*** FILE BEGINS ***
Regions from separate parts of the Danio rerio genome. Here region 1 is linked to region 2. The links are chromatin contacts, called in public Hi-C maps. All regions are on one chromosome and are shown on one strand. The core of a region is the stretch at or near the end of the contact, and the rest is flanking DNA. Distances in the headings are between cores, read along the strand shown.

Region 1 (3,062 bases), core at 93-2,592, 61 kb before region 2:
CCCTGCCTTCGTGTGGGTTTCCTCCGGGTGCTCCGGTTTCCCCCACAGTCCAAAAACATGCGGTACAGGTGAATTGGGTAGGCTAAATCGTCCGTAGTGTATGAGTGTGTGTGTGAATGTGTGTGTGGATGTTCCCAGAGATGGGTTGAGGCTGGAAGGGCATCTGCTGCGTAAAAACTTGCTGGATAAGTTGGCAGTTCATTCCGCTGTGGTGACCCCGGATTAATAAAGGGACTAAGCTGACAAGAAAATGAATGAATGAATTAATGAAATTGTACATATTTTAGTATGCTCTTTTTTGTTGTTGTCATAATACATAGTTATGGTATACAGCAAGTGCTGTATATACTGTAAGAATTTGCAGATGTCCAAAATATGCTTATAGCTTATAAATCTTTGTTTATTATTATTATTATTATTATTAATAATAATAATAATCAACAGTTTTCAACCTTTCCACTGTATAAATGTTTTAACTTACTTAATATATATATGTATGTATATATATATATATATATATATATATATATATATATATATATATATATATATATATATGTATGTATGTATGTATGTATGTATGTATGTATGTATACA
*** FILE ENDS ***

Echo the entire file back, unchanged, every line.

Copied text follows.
Regions from separate parts of the Danio rerio genome. Here region 1 is linked to region 2. The links are chromatin contacts, called in public Hi-C maps. All regions are on one chromosome and are shown on one strand. The core of a region is the stretch at or near the end of the contact, and the rest is flanking DNA. Distances in the headings are between cores, read along the strand shown.

Region 1 (3,062 bases), core at 93-2,592, 61 kb before region 2:
CCCTGCCTTCGTGTGGGTTTCCTCCGGGTGCTCCGGTTTCCCCCACAGTCCAAAAACATGCGGTACAGGTGAATTGGGTAGGCTAAATCGTCCGTAGTGTATGAGTGTGTGTGTGAATGTGTGTGTGGATGTTCCCAGAGATGGGTTGAGGCTGGAAGGGCATCTGCTGCGTAAAAACTTGCTGGATAAGTTGGCAGTTCATTCCGCTGTGGTGACCCCGGATTAATAAAGGGACTAAGCTGACAAGAAAATGAATGAATGAATTAATGAAATTGTACATATTTTAGTATGCTCTTTTTTGTTGTTGTCATAATACATAGTTATGGTATACAGCAAGTGCTGTATATACTGTAAGAATTTGCAGATGTCCAAAATATGCTTATAGCTTATAAATCTTTGTTTATTATTATTATTATTATTATTAATAATAATAATAATCAACAGTTTTCAACCTTTCCACTGTATAAATGTTTTAACTTACTTAATATATATATGTATGTATATATATATATATATATATATATATATATATATATATATATATATATATATATATATGTATGTATGTATGTATGTATGTATGTATGTATGTATACA